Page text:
THE City of Swan says it only entered into a sale and development agreement with De Mol Investments Pty Ltd after ensuring it had fully complied with the relevant sections of the Local Government Act 1995.
Following a week in which Save Midland Oval protestors camped on the oval and East Metropolitan MLC Tim Clifford asked questions about whether the city had breached the Act in relation to buying $32.5 million of land and only completing a business plan after buying the land, the city maintains it has followed correct procedure.
Then on Wednesday afternoon a post on the Midland Ward Community Facebook page said the city had paid $32.5 million for land for Midland Oval redevelopment without first producing a business case thus breaching the Local Government Act 1995.
City of Swan chief executive Mike Foley said the council adopted a draft business plan for the proposed sale and development agreement with De Mol Investments on August 12, 2015, then the city advertised the business plan later in the same month before the council adopted the final business plan on November 25, 2015.
But Local Government Minister David Templeman has confirmed the Department of Local Government is reviewing the process the City of Swan followed in buying land for its Midland Oval redevelopment project.
In reply to Mr Clifford’s questions about whether the city had breached the Local Government Act 1995 in relation to buying $32.5 million of land and only completed a business plan after buying the land Mr Templeman also said the Midland Oval redevelopment project was a matter for the City of Swan.
The Department of Local Government said it was reviewing the city’s process to ensure that there has been no breach of the Local Government Act 1995 and associated regulations.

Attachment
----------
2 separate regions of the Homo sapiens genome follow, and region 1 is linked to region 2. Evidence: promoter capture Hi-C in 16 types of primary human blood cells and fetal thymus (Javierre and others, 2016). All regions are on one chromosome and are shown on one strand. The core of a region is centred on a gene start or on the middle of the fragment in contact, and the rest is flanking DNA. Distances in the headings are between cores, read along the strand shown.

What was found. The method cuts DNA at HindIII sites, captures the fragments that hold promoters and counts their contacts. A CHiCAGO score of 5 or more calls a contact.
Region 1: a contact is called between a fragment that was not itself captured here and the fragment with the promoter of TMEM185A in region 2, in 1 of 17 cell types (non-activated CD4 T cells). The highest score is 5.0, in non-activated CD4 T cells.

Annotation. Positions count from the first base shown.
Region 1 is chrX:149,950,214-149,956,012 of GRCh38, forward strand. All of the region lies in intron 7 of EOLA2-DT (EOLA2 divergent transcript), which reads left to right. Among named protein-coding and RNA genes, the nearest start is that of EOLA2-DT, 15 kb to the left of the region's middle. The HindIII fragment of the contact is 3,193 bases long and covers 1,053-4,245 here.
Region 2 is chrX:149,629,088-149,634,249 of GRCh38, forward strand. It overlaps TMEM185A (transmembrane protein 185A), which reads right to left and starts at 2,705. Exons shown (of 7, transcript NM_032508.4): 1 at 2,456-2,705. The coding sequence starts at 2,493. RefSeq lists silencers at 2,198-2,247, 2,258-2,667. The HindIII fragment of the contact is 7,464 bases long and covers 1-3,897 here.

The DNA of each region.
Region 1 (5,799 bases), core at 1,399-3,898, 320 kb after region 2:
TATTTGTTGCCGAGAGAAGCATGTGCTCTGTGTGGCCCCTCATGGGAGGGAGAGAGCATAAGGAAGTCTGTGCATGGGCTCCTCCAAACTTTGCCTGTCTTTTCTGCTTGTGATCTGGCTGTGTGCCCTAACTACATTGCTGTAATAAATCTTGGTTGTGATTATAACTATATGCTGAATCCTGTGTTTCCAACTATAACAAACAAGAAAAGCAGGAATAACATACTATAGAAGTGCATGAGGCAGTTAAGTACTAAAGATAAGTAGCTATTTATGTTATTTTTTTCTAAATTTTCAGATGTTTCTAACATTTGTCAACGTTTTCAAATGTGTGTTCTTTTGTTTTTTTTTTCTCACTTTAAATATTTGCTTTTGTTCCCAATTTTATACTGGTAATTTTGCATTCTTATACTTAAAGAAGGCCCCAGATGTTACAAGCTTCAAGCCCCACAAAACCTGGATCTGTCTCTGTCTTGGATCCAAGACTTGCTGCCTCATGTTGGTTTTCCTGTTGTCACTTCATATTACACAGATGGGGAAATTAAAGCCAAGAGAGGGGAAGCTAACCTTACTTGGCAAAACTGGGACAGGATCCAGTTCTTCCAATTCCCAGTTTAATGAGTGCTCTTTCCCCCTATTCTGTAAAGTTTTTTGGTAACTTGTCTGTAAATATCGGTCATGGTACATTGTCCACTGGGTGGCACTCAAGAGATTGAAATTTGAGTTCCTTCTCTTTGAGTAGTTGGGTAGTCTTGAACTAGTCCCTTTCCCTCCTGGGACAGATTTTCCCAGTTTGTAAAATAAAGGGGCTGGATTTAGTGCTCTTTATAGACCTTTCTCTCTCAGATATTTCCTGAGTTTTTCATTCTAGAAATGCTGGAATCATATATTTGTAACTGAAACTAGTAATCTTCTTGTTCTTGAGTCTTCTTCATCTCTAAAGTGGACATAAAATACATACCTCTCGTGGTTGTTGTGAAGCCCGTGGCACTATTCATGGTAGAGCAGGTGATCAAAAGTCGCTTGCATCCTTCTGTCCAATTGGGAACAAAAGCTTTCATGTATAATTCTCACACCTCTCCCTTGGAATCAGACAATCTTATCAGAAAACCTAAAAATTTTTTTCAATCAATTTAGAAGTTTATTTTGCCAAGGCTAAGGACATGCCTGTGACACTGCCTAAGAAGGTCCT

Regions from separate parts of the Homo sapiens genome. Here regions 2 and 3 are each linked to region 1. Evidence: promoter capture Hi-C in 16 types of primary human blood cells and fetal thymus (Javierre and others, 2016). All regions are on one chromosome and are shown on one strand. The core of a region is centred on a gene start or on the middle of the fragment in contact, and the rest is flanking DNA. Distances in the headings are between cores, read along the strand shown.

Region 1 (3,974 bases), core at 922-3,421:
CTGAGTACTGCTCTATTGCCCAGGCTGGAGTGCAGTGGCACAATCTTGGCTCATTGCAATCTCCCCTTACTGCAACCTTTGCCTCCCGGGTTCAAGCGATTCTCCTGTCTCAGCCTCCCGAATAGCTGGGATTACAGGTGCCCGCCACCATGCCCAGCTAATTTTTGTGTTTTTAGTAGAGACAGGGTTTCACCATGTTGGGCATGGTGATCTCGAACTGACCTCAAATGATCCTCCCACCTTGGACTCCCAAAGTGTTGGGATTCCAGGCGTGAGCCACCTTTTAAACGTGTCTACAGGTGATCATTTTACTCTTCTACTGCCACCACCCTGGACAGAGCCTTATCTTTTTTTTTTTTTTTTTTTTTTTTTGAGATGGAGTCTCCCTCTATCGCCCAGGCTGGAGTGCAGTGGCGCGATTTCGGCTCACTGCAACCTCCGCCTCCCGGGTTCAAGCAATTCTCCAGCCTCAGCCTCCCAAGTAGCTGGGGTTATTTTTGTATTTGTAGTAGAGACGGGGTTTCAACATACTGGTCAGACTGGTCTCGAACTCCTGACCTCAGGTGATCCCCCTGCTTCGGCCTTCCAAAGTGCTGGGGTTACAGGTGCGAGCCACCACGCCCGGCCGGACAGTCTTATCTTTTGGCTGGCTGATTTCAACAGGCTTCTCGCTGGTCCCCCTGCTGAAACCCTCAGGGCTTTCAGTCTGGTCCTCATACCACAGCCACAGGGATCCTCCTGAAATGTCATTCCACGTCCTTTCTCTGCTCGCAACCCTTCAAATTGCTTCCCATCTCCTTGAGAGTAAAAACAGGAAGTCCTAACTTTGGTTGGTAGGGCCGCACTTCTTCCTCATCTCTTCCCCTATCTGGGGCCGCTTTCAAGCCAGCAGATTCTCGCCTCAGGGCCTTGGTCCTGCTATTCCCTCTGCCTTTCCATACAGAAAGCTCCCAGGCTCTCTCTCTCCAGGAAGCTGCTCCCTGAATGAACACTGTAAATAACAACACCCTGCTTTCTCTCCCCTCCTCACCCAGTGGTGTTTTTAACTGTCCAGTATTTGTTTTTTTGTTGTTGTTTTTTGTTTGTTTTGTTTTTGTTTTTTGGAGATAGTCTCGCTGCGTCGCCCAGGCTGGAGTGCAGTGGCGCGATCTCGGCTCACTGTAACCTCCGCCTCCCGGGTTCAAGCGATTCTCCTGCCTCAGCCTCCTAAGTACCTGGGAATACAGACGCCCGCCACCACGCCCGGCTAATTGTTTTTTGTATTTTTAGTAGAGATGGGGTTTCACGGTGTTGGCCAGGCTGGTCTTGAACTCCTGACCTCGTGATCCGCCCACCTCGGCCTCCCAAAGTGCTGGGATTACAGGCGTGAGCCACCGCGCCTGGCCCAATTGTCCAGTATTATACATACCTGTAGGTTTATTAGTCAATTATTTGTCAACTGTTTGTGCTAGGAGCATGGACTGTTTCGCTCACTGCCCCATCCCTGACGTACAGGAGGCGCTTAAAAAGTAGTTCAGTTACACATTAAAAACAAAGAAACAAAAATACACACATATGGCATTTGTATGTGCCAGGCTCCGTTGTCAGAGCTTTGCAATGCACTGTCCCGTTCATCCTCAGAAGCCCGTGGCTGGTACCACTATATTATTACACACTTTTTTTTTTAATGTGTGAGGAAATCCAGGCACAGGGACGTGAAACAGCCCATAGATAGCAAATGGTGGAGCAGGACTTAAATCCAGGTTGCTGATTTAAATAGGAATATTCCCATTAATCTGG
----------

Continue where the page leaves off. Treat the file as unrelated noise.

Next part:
Echo News asked the department whether it was investigating the conduct of City of Swan staff in relation to failing to prepare and advertise a business plan/s to buy property for the common purpose of the Midland Oval redevelopment but the department did not respond to the question.
The department also declined to answer questions about Altone ward councillor Andrew Kiely after reports he had removed himself from making any decisions on the oval until the city provided legal advice because he was concerned action taken by the city might have been unlawful and concerns he might be held accountable if any loss occurred.
City of Swan chief executive officer Mike Foley said subdivision approval to extend The Avenue was subject to clearance, which meant the road and infrastructure was required to finalise subdivision.
Mr Foley said De Mol Investments Pty Ltd applied for a development application for the construction of a vibrant, high quality mixed use retail and residential development named Catalyst.
“The metro east joint development and assessment panel (MEJDAP) considered and approved the development application on March 2,’’ he said.
“The subdivision for the road was approved by WA Planning Commission on March 26 – road infrastructure does not require development approval.’’
The agenda for the March 2 MEJDAP said the city had entered into a contract with De Mol Investments for the sale of Lot 4 but that the lot was still owned by the city.
Mr Foley said the sale of Lot 4 would happen in line with the sale and development contract between the city and the De Mol Group of Companies.
“As is usual for commercial agreements for the sale and development of land, this contract is confidential,’’ he said.
He said at the completion of the road works, The Avenue would become a through road, accessible to all traffic.
“However, a large section of the road will be created into a shared space between vehicles and pedestrians.
“A variety of treatments are proposed to slow traffic in this area to ensure pedestrians are able to safely pass through the precinct.’’
By Anita McInnes